Question by gracie3
7. Twas a knight skilful with a lance Destined to halt the Moorish advance Known to all as the Hammer Famed for his courage, not glamor, Vanquished his foe here in France question by SixShutouts66

Answer: Tours

Charles Martel (Frankish for "Hammer") led Frankish forces to defeat the army of the Umayidd Caliphate, led by Abdul Rahman Al Ghafiqi. The Moorish forces were attempting to loot the riches of the St Martin of Tours shrine, and the troops met between Tours and Poitiers in north central France. Their cavalry charge against Martels's well-trained and heavily-armored troops failed in part because they were forced to move uphill against Martel and had inadequate intelligence about the strength of his forces. Most historians believe that Martel's victory in 732 prevented Muslim forces from overrunning Europe.
Roncesvalles Pass in the Pyrenees is the site of the defeat of the legendary Roland.
Crecy and Patay were battles in France during the 100 Years' War.

Question by SixShutouts66
8. Quite spiffy they looked on display When Custer's troops went on a foray Then this Lakota Chief Said "I'll keep this brief" Then sent them to Heaven that day.

Answer: Sitting Bull

This is, of course, referring to George Custer and the Battle of Little Bighorn. Sitting Bull then led his people to Canada where they remained for several years. He eventually returned to the U.S. and spent some time in prison. After release he joined "Buffalo Bill's Wild West Show" but eventually settled down near where he was born in South Dakota. In 1890 he died of gunshot wounds after a shoot-out between his followers and police officers who were afraid he was going to participate in an uprising.

Question by JRooowe
9. There once was an army Egyptian With chariots beyond description They fought the Hittites Didn't win it outright But wrote it all down in inscriptions

Answer: Battle of Kadesh

Fought between Egyptian forces led by Ramesses II and a Hittite army led by Muwatalli II, the 13th Century BC Battle of Kadesh is thought to be the largest chariot battle ever fought, with around 5,000 chariots involved. The battle is also one of the oldest battles for which formations and tactics are known, thanks to the so-called 'Kadesh inscriptions', a hieroglyphic record of the battle written by the Egyptians. The two accounts of the battle that survive are known as the 'Bulletin' and the 'Poem' accounts, with each having several copies in various Ancient Egyptian sites.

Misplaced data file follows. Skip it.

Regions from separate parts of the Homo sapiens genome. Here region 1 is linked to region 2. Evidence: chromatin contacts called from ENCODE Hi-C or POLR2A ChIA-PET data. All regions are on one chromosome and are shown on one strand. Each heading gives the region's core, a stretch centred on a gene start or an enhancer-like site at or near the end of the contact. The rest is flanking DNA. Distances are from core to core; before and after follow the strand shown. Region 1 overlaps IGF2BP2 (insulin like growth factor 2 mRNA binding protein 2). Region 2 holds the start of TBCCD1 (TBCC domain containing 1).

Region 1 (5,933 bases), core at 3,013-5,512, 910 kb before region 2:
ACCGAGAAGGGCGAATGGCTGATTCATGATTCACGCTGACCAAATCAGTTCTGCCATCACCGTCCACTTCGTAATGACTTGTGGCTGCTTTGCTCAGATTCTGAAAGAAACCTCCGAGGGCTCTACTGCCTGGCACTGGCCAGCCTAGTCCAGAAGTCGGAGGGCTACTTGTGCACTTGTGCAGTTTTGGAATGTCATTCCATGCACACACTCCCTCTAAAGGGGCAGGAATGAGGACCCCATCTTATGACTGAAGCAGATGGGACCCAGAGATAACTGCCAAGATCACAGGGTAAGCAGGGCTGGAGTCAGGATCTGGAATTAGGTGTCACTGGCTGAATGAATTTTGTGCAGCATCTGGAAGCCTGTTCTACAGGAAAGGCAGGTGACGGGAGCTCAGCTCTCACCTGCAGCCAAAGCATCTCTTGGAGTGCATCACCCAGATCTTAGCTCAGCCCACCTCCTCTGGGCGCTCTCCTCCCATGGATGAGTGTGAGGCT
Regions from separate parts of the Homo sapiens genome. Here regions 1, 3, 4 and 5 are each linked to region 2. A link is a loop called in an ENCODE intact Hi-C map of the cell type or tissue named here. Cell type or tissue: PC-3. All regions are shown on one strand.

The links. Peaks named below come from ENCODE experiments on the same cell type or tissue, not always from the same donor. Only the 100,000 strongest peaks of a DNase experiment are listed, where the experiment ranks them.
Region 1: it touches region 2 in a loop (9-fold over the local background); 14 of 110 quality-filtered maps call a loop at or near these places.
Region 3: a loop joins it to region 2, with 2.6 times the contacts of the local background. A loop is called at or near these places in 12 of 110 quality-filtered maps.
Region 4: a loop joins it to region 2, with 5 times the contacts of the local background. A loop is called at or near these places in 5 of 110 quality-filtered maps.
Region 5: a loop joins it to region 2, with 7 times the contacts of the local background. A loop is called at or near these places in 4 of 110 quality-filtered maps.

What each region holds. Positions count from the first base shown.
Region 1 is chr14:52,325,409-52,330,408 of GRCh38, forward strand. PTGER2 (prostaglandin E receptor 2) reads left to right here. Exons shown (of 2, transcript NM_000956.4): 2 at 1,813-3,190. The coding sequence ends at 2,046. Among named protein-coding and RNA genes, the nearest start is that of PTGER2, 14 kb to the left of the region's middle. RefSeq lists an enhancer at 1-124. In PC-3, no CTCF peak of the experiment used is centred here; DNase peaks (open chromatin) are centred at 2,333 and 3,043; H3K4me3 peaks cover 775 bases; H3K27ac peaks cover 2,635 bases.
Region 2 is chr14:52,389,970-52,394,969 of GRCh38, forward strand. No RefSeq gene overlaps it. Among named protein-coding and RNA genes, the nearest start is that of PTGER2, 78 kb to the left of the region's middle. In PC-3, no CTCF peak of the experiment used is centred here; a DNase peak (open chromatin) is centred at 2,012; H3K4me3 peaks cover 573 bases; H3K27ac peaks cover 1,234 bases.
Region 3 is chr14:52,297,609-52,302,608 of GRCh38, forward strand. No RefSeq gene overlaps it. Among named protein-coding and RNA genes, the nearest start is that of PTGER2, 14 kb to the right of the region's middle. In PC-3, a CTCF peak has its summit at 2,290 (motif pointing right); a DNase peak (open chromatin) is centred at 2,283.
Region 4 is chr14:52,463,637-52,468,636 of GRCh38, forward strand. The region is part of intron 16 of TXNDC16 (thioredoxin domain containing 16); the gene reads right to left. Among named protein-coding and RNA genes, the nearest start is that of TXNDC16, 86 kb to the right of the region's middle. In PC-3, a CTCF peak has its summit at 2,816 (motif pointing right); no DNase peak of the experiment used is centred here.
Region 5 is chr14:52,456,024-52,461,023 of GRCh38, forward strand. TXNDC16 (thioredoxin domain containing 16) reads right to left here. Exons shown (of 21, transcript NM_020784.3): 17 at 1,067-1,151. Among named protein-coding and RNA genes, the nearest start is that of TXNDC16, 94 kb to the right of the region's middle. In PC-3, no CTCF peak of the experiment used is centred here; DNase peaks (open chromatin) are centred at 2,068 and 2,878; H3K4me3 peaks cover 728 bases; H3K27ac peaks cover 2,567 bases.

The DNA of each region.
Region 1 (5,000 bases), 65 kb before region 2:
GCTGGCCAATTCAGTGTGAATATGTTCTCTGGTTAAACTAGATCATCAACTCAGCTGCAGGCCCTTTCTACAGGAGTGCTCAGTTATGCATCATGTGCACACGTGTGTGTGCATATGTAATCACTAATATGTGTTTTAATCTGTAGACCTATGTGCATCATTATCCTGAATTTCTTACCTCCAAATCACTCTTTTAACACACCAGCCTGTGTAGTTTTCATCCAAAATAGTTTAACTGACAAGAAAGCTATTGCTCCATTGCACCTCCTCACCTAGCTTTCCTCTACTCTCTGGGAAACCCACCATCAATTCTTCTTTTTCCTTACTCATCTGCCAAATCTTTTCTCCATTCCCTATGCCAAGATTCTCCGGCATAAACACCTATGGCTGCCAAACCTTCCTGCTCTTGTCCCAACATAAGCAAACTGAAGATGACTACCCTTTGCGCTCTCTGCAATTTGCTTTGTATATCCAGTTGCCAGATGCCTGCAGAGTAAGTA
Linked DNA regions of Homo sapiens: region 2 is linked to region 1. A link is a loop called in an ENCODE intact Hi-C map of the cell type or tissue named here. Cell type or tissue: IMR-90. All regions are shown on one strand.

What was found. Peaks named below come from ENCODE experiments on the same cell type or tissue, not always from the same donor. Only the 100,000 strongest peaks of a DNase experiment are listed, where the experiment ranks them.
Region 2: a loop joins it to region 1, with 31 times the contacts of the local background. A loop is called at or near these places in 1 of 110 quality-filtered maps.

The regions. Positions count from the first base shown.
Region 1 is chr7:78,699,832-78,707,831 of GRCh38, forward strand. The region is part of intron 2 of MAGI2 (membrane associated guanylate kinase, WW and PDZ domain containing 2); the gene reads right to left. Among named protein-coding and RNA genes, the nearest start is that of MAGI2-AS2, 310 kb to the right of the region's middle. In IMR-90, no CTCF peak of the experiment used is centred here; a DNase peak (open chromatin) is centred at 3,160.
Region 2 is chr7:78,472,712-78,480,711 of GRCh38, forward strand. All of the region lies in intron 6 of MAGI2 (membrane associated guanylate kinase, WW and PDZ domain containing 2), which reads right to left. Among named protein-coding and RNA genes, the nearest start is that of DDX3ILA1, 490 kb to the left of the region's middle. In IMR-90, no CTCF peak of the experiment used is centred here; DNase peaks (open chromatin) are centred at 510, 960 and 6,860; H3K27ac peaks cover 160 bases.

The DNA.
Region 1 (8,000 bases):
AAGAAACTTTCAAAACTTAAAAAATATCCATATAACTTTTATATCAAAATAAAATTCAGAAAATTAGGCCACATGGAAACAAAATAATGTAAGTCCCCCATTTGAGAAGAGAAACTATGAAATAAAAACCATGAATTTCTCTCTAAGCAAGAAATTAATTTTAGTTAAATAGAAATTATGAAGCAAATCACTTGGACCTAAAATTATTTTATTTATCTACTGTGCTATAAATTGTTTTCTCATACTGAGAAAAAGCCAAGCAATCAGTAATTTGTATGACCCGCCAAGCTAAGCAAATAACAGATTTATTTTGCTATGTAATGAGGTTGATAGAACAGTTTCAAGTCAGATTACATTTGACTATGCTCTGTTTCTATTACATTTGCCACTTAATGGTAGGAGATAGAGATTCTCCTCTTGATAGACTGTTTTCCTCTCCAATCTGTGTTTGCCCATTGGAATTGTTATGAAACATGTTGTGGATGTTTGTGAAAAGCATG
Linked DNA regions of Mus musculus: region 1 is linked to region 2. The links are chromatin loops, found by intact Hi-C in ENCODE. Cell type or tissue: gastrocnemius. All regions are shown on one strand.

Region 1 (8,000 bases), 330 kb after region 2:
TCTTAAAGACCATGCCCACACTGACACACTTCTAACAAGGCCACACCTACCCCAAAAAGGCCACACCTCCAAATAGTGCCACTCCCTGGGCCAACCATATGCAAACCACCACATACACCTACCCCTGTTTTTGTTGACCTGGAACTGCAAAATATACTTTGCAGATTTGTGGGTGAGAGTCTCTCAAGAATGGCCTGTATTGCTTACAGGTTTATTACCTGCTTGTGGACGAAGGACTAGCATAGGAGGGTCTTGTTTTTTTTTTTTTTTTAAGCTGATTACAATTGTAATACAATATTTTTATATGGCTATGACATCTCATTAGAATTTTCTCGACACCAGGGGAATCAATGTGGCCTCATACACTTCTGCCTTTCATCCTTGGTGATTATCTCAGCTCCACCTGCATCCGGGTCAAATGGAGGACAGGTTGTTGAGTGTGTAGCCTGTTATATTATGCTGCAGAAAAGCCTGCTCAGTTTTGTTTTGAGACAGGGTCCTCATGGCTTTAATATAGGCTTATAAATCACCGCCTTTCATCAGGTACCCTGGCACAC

Question by pagea
10. Before homeward he departed Did our Richard the Lion Hearted Join forces with King and paladin To overcome the mighty Saladin As the walls of this great city parted

Answer: Siege of Acre

The Third Crusade attempted to recapture Jerusalem. Many of the major rulers in Christian Europe were part of this effort. Frederick Barbarossa unfortunately drowned en route, and Richard the Lion-Hearted was the most powerful king. The first battle was to recapture the seaport of Acre. Saladin attempted to relieve the Christian siege of Acre by attempting to send reinforcements to the city. Saladin was successful in the early parts of the struggle, but eventually Crusader forces took control of Acre. Attempts to exchange prisoners between the forces failed miserably, with the Christian forces beheading their prisoners and Saladin retaliating in like measure. The Crusader advance stopped before reaching Jerusalem, but the Christian kingdom centered in Acre was to survive many years.

Richard had heard that his brother John Lackland was attempting to take over his throne, and Richard departed for England. As part of the normal intrigue that plagued the Crusaders, the King of France closed all French ports to Richard, and Richard was forced to take an overland route home. He was recognized and captured in a dukedom of Austria. Between ransom payments and threat of an interdict by the Pope, Richard was then released.

Question by SixShutouts66
Source: Author Calpurnia09

This quiz was reviewed by FunTrivia editor bloomsby before going online.